2. Trespass via fence damaged by wildlife (RCW 16.04.100): If the defendant can prove that the damage has been caused by wildlife to a lawful fence which was also in a stock restricted area and the owner did not have a reasonable opportunity as per a prudent man to repair the fence, neither he nor the State will be liable for paying the damages incurred. 
  3. Voluntary assumption of risk: Voluntary assumption of risk can also be termed to be caused by the default of the plaintiff. Based on the Latin maxim, “volenti non fit injuria”, voluntary assumption of risk restricts the plaintiff from claiming damages for the harm that was known to him as could have occurred. Although categorized as a defense, the application of the same is limited in the context of cattle trespass. 
  4. Inevitable accident: The defense of an inevitable accident can be adopted by the defendant if he can show that he had taken all reasonable care for preventing trespassing of his cattle into the stranger’s land. This defense was in play in the case of Sutcliffe v. Holmes (1947) where it was held that although this defense functions in the same line as negligence (whether the defendant had taken reasonable care to prevent the harm to a reasonably foreseeable aggrieved part), the onus to prove lack of negligence rests on the defendant himself. 

All you need to know about the scienter action

The scienter action is a doctrine under the law of torts that states that the person taking care of dangerous animals (keepers), is strictly liable for any injuries or harm inflicted by such animals. While the word ‘scienter’ signifies ‘knowledge’, it is the plaintiff (the aggrieved party) who is to prove that not only the impugned animal was dangerous, but also that the same knowledge was already possessed by the defendant (owner/keeper) himself. The applicability of this doctrine is based on two categories of animals, namely:

  1. Animals ferae naturae: Those animals which are dangerous by their very nature, for eg., tigers, wild elephants, lions, and jackals. In this case, the owner or the keeper of such animals is presumed to be aware that the animals are dangerous. In this case, keepers are said to be strictly liable for the harm caused by the animals. 
  2. Animals mansuetae naturae: These animals are by nature considered harmless, for eg., cats and dogs. Although these animals generally do not appear dangerous, it will be wrong to state that they can never cause any harm. In this case, the keeper will be strictly liable if he had knowledge about the dangerous nature of the animal prior to it harming the plaintiff. 

A demonstration of the level of danger possessed by animals as discussed under animals mansuetae naturae must be in close proximity to the damage caused in the issue for scienter to apply. It was in Canada, where the rule was laid down by Conant, D.C.J., in Morsillo v. Migliano (1985), where he declared that the plaintiff was required to prove “that the alleged animal had previously committed, or attempted to commit such an act that showcased a similar level of viciousness that was presently complained of”. 

As has been held in the case of Drake v. Dean (1993), as every other American state, California has successfully been able to maintain the common law cause of action on the basis of ‘scienter’ or knowledge of the dangerousness of domestic animals.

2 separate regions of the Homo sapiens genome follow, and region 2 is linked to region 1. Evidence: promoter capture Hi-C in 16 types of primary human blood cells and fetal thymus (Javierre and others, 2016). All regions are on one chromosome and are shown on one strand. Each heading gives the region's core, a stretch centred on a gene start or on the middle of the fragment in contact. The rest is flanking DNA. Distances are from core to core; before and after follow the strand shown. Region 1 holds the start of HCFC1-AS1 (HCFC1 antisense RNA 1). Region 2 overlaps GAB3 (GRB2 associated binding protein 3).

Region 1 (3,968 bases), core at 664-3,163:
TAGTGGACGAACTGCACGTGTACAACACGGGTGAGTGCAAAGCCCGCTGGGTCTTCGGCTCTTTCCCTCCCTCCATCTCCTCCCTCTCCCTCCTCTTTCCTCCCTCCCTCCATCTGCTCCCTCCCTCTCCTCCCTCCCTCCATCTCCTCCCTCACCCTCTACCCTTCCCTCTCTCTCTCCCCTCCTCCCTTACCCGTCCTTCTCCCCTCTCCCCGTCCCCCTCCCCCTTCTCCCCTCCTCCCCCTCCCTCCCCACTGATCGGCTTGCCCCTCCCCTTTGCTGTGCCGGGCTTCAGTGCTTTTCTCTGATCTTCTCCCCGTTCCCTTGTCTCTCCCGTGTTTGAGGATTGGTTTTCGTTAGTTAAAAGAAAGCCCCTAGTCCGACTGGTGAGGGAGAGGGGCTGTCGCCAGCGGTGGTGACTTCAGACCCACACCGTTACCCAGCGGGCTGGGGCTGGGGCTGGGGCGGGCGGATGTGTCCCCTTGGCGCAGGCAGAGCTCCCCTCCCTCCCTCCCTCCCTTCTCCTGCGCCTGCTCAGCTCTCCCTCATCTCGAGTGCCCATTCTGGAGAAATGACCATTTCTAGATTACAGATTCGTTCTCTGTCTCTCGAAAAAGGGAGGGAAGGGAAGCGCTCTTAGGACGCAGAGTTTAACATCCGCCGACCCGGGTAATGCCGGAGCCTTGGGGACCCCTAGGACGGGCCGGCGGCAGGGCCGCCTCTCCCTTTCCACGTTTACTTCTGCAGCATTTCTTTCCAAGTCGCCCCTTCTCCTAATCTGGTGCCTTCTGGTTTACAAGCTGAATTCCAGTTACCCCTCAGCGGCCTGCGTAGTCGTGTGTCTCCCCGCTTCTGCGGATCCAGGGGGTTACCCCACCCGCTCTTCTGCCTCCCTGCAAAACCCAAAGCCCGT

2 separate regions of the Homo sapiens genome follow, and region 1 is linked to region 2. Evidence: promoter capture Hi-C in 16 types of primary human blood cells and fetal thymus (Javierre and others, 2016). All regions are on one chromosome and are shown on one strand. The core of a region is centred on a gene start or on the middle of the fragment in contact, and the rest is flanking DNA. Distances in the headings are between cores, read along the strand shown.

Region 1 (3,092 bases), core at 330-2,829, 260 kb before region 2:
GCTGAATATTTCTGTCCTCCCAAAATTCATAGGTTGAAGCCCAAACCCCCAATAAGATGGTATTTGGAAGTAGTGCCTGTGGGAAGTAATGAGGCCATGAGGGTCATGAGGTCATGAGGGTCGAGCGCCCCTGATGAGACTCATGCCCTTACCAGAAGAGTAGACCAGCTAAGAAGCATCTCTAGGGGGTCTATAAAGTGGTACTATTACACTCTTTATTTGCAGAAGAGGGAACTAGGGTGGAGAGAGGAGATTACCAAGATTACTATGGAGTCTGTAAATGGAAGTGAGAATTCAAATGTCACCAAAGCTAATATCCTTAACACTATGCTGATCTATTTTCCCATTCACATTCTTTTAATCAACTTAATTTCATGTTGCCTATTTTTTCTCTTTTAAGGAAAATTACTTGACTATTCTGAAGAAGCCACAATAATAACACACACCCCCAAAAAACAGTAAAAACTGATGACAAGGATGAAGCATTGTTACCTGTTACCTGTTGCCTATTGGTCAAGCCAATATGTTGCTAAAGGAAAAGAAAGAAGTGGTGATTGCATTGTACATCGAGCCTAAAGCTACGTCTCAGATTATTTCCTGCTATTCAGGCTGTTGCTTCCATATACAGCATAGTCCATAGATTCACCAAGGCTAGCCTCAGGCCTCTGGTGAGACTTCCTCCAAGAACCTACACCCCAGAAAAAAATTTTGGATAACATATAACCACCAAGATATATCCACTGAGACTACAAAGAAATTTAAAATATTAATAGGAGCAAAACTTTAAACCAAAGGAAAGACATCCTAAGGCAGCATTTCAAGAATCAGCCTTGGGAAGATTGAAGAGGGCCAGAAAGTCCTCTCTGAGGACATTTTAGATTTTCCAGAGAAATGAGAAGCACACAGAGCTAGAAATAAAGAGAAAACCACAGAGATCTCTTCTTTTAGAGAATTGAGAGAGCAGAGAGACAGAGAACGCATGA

Let’s take the example of a dog in this regard. It was noticed that a dog who had chased a goat, showcasing a vociferous behavior, had not showcased similar behavior when it had bitten a person [as was seen in the case of Osborne v. Chocqueel (1896)]. Again in the case of Sgro v. Verbeek (1980), it was seen that the dog, which used to rush towards strangers, barking at them whenever any of them tried to enter the premises it was in, did not display similar behavior while it had bitten a child who was trying to take care of it. 

Damages under the doctrine of scienter action

In the case of scienter, like cattle trespass, liability is imposed on the defendant (owner/keeper of the animals), who will therefore be held liable for any harm caused by the animals under his control. For avoiding hurdles in the road of determining appropriate damages that the defendant will be liable for, courts in cases of scienter action appear to have been indecisive between two tests, namely, directness and foreseeability. Directness makes room for the defendant to be liable for all damages directly related to the incident involving damages caused to the plaintiff. When it comes to foreseeability, the defendant will only be liable for those damages that can be reasonably foreseeable to have resulted from the act of the animal.  

In the case of Behrens v. Bertram Mills Circus Ltd. (1957), it was observed that there is a need for drawing a distinction between damages caused by animals ferae naturae and those caused by mansuetae naturae. This is because while the former keepers have to mandatorily pay all such damages caused by animals whenever they are out of control, the owners of the latter are only liable to pay damages that result from the dangerous propensities of the animals. 

Defenses available to the animal keeper under the doctrine of scienter action

The animal keeper, or defendant, has defenses that have been established by various courts of law in several notable judgments, as have been provided hereunder: